TC TO J. P. ECKERMANN ; 2 August 1848; DOI: 10.1215/lt-18480802-TC-JPE-01; CL 23: 84-85
TC TO J. P. ECKERMANN
Chelsea, London, 2 Augt 1848—
Dear Eckermann,—About ten days ago I safely received your Third Volume of Gespräche [Conversations]; and have read it, I and others, with very great satisfaction. Many thanks to you, in my own name, for this mark of your continued friendliness, thanks too, in the name of the world, for such a memorial of things really memorable,—new traits in the character and habits of a man whom many ages will remember, and of which, but for you, there might have been no record. It does my heart good to get again into company with Goethe, and to live a little while with him again, and hear him “tho' dead yet speaking.”1 You need not be anxious about the reception of your Book; I believe I can safely promise it a long and honourable life among Books;—likely to be alive, I should say, when the Frankfort Parliament, and Louis-Philippe, and the Reichsverweser himself are pretty much forgotten!2 It seems to me admirably done,—with infinite loyalty, simplicity, clearness; a little Book full of what I call “inarticulate genius,” which after all is better than most of the articulate kinds. In fact I love it very much; and have had no pleasanter bit of reading these many months and years.3— The scenes that turn on Natural History, on the habits of Birds &c, reveal to me a great wealth in you (of which I think Marshall also spoke),4 which really you should think of turning to farther account in the Literary way. Let the world also share in your beautiful communion with Nature, with the mute Tribes of the Living! Nothing is more universally interesting; as indeed it may well be: a silent practical worship and recognition of this universe; most welcome in these loud days of mouth-worship and sham-recognition! Do you know a little English Book we have, called White's Natural History of Selborne?5 It should be in the Duke's Library: if it be not accessible, tell me, and I will get it sent to you. You should do something like it for your own corner of Germany; you really should. It is one of our most excellent Books; White, a quiet country Parson, has preached a better sermon here than all the loud Bishops that then were. Think of it, I pray you.— — By the bye, speaking of Bishops, I found one passage where you speak of our “Bishop of Derby,” of which I could make nothing! We have no Bp of Derby, nor ever had. However, the error on investigation turns out to be but of one letter: write “Bishop of Derry” (Londonderry in Ireland), and then it will all answer, and the “Lord Bristol” too, strange as he looks.6 His Lordship really had been a Bishop, or perhaps still was; the interview must have been during the Peace of Amiens,7 probably in 1802, for the poor man died next summer, aged 70,—ein alter Narr [an old fool], it would seem; one of a multitude!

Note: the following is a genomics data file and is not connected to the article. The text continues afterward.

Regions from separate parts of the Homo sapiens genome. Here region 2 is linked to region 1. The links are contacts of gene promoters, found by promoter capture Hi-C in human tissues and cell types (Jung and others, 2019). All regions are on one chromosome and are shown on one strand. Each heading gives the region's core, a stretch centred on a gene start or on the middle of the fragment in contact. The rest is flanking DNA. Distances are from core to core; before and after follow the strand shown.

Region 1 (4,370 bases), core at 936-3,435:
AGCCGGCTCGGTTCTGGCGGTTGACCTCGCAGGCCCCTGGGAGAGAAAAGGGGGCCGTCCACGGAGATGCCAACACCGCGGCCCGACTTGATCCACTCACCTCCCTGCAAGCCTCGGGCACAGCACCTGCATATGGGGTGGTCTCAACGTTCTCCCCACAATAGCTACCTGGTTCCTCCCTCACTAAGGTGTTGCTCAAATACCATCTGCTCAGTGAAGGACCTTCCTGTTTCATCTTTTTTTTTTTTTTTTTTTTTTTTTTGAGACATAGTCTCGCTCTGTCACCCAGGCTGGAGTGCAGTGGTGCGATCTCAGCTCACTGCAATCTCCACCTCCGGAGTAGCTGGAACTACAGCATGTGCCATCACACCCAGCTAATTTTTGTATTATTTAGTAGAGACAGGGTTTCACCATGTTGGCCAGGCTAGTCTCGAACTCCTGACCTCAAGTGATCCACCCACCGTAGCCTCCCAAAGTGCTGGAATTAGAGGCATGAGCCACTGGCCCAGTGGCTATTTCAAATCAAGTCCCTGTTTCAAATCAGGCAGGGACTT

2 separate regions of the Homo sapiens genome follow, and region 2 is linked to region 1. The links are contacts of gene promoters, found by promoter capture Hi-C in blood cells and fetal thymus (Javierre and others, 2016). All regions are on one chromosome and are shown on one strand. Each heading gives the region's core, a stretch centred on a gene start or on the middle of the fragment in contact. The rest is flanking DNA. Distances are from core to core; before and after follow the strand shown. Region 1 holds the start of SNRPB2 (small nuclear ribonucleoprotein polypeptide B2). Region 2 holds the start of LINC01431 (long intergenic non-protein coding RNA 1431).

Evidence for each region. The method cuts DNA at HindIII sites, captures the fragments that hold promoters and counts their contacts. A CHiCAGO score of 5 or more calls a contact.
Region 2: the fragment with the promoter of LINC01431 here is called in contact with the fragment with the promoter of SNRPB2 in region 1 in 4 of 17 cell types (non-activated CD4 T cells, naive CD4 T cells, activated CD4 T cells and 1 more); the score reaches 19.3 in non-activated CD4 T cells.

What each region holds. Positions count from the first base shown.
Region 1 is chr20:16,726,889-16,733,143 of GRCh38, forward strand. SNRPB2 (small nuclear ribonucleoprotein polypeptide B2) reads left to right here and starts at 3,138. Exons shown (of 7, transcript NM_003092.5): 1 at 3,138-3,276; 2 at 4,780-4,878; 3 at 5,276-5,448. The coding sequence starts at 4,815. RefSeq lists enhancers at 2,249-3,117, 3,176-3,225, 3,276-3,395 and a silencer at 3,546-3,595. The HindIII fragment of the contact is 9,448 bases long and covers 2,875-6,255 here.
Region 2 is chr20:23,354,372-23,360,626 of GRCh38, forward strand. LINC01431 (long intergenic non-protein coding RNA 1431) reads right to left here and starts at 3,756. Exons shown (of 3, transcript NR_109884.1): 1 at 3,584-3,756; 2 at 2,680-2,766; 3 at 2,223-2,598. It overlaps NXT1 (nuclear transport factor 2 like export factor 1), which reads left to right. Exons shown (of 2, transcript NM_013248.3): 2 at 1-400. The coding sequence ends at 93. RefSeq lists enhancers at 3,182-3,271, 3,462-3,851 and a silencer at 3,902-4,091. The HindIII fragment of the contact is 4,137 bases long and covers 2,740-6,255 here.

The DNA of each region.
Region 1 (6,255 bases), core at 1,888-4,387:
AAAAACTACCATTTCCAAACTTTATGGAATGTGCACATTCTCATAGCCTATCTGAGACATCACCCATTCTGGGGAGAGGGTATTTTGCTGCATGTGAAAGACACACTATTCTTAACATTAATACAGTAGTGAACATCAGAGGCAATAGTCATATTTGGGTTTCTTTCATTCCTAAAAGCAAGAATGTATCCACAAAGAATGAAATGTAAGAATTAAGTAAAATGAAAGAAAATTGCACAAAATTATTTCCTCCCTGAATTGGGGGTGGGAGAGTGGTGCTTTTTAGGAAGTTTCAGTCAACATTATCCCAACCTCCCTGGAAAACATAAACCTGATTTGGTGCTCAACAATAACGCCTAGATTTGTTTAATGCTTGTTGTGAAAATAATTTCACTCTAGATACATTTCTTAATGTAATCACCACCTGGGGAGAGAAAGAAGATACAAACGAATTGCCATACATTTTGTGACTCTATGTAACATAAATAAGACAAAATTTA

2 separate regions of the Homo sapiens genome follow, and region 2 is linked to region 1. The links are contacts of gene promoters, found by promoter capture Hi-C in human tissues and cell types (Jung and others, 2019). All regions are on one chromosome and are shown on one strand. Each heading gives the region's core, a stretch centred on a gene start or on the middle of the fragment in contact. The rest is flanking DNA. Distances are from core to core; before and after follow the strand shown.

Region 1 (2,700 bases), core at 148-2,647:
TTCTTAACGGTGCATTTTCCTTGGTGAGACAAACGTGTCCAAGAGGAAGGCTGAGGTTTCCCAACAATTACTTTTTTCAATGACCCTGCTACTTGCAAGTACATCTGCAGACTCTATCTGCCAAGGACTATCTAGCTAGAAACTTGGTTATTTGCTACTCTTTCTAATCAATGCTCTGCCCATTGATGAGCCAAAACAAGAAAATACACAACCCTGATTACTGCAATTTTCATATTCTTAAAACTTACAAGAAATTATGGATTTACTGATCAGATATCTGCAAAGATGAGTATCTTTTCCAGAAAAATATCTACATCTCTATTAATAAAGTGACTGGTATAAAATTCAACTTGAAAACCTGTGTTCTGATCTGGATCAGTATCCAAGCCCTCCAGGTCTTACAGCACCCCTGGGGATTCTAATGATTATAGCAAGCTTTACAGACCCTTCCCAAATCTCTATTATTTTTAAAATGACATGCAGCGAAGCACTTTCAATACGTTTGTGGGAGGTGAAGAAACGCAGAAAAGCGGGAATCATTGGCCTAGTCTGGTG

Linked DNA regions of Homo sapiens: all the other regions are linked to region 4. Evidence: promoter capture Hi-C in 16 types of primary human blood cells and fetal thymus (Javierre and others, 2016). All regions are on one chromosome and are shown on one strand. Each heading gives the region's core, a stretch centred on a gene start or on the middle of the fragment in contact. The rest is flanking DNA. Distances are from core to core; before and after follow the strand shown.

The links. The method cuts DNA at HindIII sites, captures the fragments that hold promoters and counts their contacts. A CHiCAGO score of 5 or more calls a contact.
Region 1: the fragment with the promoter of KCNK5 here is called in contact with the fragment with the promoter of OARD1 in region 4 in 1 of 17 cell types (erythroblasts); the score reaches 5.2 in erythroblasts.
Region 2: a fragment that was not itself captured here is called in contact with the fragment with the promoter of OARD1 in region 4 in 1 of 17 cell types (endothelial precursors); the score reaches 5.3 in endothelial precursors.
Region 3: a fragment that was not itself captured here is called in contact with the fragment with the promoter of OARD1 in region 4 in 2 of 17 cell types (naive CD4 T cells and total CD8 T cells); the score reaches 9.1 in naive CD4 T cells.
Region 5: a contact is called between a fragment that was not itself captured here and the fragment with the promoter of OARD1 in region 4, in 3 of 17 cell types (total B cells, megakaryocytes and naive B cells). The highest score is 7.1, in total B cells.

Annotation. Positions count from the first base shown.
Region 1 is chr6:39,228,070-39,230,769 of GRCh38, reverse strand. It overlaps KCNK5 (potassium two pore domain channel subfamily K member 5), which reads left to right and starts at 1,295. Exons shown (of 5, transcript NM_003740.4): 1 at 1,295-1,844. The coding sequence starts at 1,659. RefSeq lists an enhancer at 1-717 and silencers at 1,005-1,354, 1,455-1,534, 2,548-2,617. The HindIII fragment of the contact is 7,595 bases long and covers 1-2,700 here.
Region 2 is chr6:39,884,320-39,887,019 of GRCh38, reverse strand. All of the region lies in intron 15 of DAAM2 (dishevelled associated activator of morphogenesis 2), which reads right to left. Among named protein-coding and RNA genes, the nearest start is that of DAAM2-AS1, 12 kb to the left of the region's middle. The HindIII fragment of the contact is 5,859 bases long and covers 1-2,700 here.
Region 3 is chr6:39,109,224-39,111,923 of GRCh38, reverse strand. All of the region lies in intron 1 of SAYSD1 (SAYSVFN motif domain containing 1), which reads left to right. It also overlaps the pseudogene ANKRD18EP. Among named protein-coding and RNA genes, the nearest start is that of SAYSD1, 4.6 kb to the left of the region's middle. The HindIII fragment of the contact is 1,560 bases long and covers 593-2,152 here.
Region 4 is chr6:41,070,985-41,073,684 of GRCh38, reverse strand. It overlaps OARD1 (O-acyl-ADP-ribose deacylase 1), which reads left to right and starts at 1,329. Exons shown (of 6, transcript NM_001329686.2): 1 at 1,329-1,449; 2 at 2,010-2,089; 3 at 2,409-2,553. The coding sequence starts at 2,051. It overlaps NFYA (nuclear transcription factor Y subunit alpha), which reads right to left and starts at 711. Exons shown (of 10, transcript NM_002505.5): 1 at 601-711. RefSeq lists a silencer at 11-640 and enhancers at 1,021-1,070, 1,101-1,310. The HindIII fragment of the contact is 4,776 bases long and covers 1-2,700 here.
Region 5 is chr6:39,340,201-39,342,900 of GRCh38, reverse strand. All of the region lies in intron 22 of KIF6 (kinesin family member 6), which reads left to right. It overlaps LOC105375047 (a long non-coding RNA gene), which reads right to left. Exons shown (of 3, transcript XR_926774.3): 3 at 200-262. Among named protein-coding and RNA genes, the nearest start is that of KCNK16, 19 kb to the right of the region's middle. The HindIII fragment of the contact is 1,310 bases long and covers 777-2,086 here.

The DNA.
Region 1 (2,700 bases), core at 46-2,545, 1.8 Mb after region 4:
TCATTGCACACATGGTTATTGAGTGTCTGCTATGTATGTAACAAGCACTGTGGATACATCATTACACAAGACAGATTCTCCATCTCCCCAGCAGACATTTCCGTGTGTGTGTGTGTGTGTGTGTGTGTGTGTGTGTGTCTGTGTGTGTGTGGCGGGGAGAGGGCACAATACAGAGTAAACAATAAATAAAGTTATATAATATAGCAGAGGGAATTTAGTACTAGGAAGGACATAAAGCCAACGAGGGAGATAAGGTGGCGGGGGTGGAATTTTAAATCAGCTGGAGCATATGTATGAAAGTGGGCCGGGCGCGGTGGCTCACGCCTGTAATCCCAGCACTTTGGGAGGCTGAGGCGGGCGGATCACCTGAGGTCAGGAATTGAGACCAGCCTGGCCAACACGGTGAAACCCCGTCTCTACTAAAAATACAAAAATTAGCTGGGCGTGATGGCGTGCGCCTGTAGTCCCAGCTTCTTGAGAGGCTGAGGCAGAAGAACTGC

Your intelligence about the Faust manuscript was altogether shocking to me! I directly transmitted your Note to the Ritter Bunsen, with due stringency of request to have some light thrown on the business,—to have, if nothing else could be got, the manuscript returned at least. Rr. Bunsen made no answer hitherto, and indeed I now learn that he has been recalled to Berlin, and is already there, probably in some post of consequence: nevertheless I confidently